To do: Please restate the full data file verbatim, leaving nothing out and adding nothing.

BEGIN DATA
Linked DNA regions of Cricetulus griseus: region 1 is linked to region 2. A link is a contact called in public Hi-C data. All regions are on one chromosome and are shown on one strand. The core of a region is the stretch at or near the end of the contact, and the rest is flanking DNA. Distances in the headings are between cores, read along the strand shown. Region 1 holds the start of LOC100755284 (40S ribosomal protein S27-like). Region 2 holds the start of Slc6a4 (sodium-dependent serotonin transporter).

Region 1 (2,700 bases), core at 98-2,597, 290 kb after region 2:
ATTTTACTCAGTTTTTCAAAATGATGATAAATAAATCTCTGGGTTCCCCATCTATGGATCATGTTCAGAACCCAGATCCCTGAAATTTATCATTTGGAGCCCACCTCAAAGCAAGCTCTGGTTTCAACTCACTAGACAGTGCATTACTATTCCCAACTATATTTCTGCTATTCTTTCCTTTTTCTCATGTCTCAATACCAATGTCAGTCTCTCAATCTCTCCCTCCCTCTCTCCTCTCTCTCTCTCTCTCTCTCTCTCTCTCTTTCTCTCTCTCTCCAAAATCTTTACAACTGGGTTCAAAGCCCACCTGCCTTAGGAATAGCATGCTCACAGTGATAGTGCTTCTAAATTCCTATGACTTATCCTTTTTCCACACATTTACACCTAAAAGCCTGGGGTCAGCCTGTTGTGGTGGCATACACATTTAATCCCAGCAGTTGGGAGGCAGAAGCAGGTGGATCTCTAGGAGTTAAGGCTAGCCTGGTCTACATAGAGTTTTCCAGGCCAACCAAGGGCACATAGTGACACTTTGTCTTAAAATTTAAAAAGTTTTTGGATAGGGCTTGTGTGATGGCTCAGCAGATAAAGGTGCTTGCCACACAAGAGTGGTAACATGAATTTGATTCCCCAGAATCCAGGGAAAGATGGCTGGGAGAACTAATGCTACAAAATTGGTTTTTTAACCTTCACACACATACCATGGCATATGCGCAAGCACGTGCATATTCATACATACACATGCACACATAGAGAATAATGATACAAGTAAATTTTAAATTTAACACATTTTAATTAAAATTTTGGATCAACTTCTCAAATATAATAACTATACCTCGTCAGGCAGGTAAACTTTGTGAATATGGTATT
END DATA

Linked DNA regions of Cricetulus griseus: region 1 is linked to region 2. A link is a contact called in public Hi-C data. All regions are on one chromosome and are shown on one strand. The core of a region is the stretch at or near the end of the contact, and the rest is flanking DNA. Distances in the headings are between cores, read along the strand shown. Region 1 holds the start of LOC100755284 (40S ribosomal protein S27-like). Region 2 holds the start of Slc6a4 (sodium-dependent serotonin transporter).

Region 1 (2,700 bases), core at 98-2,597, 290 kb after region 2:
ATTTTACTCAGTTTTTCAAAATGATGATAAATAAATCTCTGGGTTCCCCATCTATGGATCATGTTCAGAACCCAGATCCCTGAAATTTATCATTTGGAGCCCACCTCAAAGCAAGCTCTGGTTTCAACTCACTAGACAGTGCATTACTATTCCCAACTATATTTCTGCTATTCTTTCCTTTTTCTCATGTCTCAATACCAATGTCAGTCTCTCAATCTCTCCCTCCCTCTCTCCTCTCTCTCTCTCTCTCTCTCTCTCTCTCTTTCTCTCTCTCTCCAAAATCTTTACAACTGGGTTCAAAGCCCACCTGCCTTAGGAATAGCATGCTCACAGTGATAGTGCTTCTAAATTCCTATGACTTATCCTTTTTCCACACATTTACACCTAAAAGCCTGGGGTCAGCCTGTTGTGGTGGCATACACATTTAATCCCAGCAGTTGGGAGGCAGAAGCAGGTGGATCTCTAGGAGTTAAGGCTAGCCTGGTCTACATAGAGTTTTCCAGGCCAACCAAGGGCACATAGTGACACTTTGTCTTAAAATTTAAAAAGTTTTTGGATAGGGCTTGTGTGATGGCTCAGCAGATAAAGGTGCTTGCCACACAAGAGTGGTAACATGAATTTGATTCCCCAGAATCCAGGGAAAGATGGCTGGGAGAACTAATGCTACAAAATTGGTTTTTTAACCTTCACACACATACCATGGCATATGCGCAAGCACGTGCATATTCATACATACACATGCACACATAGAGAATAATGATACAAGTAAATTTTAAATTTAACACATTTTAATTAAAATTTTGGATCAACTTCTCAAATATAATAACTATACCTCGTCAGGCAGGTAAACTTTGTGAATATGGTATT